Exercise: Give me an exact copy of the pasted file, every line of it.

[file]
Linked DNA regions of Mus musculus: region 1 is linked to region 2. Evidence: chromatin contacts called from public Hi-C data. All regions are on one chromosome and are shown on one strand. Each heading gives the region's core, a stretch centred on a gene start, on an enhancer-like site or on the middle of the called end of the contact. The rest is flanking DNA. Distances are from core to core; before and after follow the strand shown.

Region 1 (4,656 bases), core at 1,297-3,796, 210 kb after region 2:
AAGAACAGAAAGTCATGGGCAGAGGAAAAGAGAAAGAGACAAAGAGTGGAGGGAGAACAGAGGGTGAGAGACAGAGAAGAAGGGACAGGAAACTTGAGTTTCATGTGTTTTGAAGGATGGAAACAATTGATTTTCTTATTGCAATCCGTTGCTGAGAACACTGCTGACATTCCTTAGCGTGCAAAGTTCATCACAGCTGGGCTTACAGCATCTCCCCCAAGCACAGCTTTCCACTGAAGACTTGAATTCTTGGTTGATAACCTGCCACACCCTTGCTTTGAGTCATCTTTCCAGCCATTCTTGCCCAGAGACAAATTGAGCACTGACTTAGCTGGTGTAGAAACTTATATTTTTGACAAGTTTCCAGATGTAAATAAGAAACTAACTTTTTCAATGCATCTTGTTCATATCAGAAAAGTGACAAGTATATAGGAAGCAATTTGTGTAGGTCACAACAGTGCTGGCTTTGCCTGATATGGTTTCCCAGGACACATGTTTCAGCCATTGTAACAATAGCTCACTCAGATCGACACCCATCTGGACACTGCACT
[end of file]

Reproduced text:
Linked DNA regions of Mus musculus: region 1 is linked to region 2. Evidence: chromatin contacts called from public Hi-C data. All regions are on one chromosome and are shown on one strand. Each heading gives the region's core, a stretch centred on a gene start, on an enhancer-like site or on the middle of the called end of the contact. The rest is flanking DNA. Distances are from core to core; before and after follow the strand shown.

Region 1 (4,656 bases), core at 1,297-3,796, 210 kb after region 2:
AAGAACAGAAAGTCATGGGCAGAGGAAAAGAGAAAGAGACAAAGAGTGGAGGGAGAACAGAGGGTGAGAGACAGAGAAGAAGGGACAGGAAACTTGAGTTTCATGTGTTTTGAAGGATGGAAACAATTGATTTTCTTATTGCAATCCGTTGCTGAGAACACTGCTGACATTCCTTAGCGTGCAAAGTTCATCACAGCTGGGCTTACAGCATCTCCCCCAAGCACAGCTTTCCACTGAAGACTTGAATTCTTGGTTGATAACCTGCCACACCCTTGCTTTGAGTCATCTTTCCAGCCATTCTTGCCCAGAGACAAATTGAGCACTGACTTAGCTGGTGTAGAAACTTATATTTTTGACAAGTTTCCAGATGTAAATAAGAAACTAACTTTTTCAATGCATCTTGTTCATATCAGAAAAGTGACAAGTATATAGGAAGCAATTTGTGTAGGTCACAACAGTGCTGGCTTTGCCTGATATGGTTTCCCAGGACACATGTTTCAGCCATTGTAACAATAGCTCACTCAGATCGACACCCATCTGGACACTGCACT